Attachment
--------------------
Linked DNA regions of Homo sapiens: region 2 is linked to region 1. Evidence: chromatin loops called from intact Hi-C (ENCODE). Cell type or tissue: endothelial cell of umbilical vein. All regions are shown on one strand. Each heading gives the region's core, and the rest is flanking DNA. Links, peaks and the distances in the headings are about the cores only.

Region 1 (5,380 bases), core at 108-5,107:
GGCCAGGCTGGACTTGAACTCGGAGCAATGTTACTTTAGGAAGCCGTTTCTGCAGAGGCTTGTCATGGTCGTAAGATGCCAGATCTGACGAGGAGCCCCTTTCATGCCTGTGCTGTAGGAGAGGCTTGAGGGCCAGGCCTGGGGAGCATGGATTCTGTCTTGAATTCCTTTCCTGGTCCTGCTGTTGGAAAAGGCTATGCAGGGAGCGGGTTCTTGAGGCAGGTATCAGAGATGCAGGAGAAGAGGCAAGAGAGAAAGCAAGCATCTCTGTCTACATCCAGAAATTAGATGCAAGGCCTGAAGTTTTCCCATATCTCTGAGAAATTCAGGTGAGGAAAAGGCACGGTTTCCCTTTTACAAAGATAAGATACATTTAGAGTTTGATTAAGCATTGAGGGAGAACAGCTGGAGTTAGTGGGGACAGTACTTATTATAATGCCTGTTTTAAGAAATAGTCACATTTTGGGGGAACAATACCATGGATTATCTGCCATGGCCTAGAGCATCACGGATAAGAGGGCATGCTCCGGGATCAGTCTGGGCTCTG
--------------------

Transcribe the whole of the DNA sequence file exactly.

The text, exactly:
Linked DNA regions of Homo sapiens: region 2 is linked to region 1. Evidence: chromatin loops called from intact Hi-C (ENCODE). Cell type or tissue: endothelial cell of umbilical vein. All regions are shown on one strand. Each heading gives the region's core, and the rest is flanking DNA. Links, peaks and the distances in the headings are about the cores only.

Region 1 (5,380 bases), core at 108-5,107:
GGCCAGGCTGGACTTGAACTCGGAGCAATGTTACTTTAGGAAGCCGTTTCTGCAGAGGCTTGTCATGGTCGTAAGATGCCAGATCTGACGAGGAGCCCCTTTCATGCCTGTGCTGTAGGAGAGGCTTGAGGGCCAGGCCTGGGGAGCATGGATTCTGTCTTGAATTCCTTTCCTGGTCCTGCTGTTGGAAAAGGCTATGCAGGGAGCGGGTTCTTGAGGCAGGTATCAGAGATGCAGGAGAAGAGGCAAGAGAGAAAGCAAGCATCTCTGTCTACATCCAGAAATTAGATGCAAGGCCTGAAGTTTTCCCATATCTCTGAGAAATTCAGGTGAGGAAAAGGCACGGTTTCCCTTTTACAAAGATAAGATACATTTAGAGTTTGATTAAGCATTGAGGGAGAACAGCTGGAGTTAGTGGGGACAGTACTTATTATAATGCCTGTTTTAAGAAATAGTCACATTTTGGGGGAACAATACCATGGATTATCTGCCATGGCCTAGAGCATCACGGATAAGAGGGCATGCTCCGGGATCAGTCTGGGCTCTG